My husband and I were not seated together (that's not the lemon…wait for it) and I thought, "No biggie, I'll just ask them to switch our seats." No luck. The flight was sold out (still not the lemon…be patient!).  "Still no biggie," I said.  "We'll just ask whoever is one of our rows to switch so we can sit together."  Problem solved…or so I thought.

We got on the plane and hubby's row was first.  Sure enough, there was a woman already  in the seat next to his.  I leaned in, flashed my sweetest smile, and asked in my most polite voice, "Excuse me, my husband and I are not seated together and would really like to be.  Do you mind switching seats with me? I am only two rows back."  For what seemed like eternity, she just stared at me, stone-faced.  At that point, I though that maybe she doesn't speak English.  But that idea was put to rest as she very clearly responded with, 

"No. (long pause here).  Once I wanted to change seats and nobody would change for me so I'm not going to do it for you." (That's the lemon!)  

ARE YOU KIDDING ME?????

Now, if you know me, you'll know that I don't lose it very often and hate confrontation but the lethal mixture of travel-stress adrenaline, Gravol, and airport cheeseburgers coursing through my veins forced me to respond with:

"So now you have decided to be mean like those people?" Ignoring the glares hubby was shooting me, I then marched to my seat, leaving him to share a very little bit of leg room and personal space with this now very pissed off and bitter woman.  Oops!


Don't fret, there is a happy ending to this story: the man sitting next to me agreed to switch seats so hubby and I finally got to sit next to each other…where we both fell asleep for the majority of the flight.

Lemon #2:
Arriving home from our flight, I was so excited to check out my vegetable garden because according to the veggie calendar on my IPhone, my peas were ready for harvest and to play a starring role in the sweet pea & chicken stir-fry I was planning on making.  I had taken care of them lovingly for weeks: trained their vines ever so delicately to climb the fence, watered them with chemical-free rainwater from my rain barrel, organically protected them from pests using nothing but egg shells and hot sauce, and just well, loved them!  Apparently, the squirrels loved them too, because when I got home, this is all that was left on my vines:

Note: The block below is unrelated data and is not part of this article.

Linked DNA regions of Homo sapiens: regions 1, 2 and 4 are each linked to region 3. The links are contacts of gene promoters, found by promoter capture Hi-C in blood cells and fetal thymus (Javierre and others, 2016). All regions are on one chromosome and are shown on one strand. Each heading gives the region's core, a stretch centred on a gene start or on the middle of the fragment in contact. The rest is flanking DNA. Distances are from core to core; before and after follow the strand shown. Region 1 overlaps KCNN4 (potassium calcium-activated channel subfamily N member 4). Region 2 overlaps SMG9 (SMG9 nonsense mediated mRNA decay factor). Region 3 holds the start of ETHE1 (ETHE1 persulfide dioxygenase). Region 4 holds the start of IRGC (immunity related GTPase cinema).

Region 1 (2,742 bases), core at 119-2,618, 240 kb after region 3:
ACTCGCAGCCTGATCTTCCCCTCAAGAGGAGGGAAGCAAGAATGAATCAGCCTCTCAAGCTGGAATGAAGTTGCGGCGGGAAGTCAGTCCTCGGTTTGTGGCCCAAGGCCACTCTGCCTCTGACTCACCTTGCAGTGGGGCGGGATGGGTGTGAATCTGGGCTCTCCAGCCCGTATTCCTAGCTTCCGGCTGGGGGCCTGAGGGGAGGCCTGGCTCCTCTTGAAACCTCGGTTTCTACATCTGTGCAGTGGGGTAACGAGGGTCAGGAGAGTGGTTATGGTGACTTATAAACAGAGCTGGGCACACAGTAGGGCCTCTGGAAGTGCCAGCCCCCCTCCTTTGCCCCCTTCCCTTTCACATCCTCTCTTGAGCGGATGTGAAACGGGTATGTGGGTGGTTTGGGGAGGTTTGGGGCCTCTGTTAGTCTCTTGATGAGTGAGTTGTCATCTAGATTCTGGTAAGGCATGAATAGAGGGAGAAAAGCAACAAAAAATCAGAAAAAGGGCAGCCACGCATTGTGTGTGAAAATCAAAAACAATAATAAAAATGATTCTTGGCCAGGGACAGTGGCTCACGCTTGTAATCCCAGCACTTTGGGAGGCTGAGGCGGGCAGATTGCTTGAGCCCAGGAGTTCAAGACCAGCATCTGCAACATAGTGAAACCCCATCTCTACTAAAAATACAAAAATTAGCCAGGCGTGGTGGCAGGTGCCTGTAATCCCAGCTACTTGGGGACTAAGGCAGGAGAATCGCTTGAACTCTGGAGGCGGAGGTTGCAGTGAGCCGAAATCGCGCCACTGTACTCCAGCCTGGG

At this point, I felt like throwing in the towel, saying F**k it and just ordering a pizza.  But I decided that I had another choice for the "free lemons" life had handed me and, supplementing sugar snap beans and mango for the deficit of peas, made this:

Stir fried chicken with vegetables, mango, and Thai basil
1. Cut 500g (or two medium boneless breasts) of chicken into bite-sized chunks
2.  Cut 1 mango into bite sized-chunks
3.  Cut up (or not, if using peas) two cups of veggies.  Obviously I used the peas and beans but you could used whatever…from peppers to spinach to broccoli.
5.  Mix 1 tsp on cornstarch and 1/4 cup of water together until smooth and have on standby
4.  Heat 1 tbsp oil in a large pan; use a wok if you have one.
5.  Over a lower heat, add in 2 tsp chopped garlic and stir around until fragrant.  BE CAREFUL!  It browns easily and then its gross.
6.  Toss in the chicken, turn the heat way up, season with s & p, and cook until almost done.  
7. At that point throw in the veggies and mix around for a couple minutes.  They should be a bit cooked, still crunchy and sweet. 
8.  Add in the mango and toss until it is warmed through and starting to get really juicy & add in 1 tbsp soy sauce.
9.  Mix in the cornstarch stuff.  This will make the liquids thicker and thus, the flavours will "stick" to the chicken and veggies.
10.  Turn off the heat and top with about 10 leaves of chopped Thai basil (you could also use coriander but I despise that wicked weed!)
11.  Serve immediately over rice…or not.  If you let it sit around, it gets slimy and not nearly as good.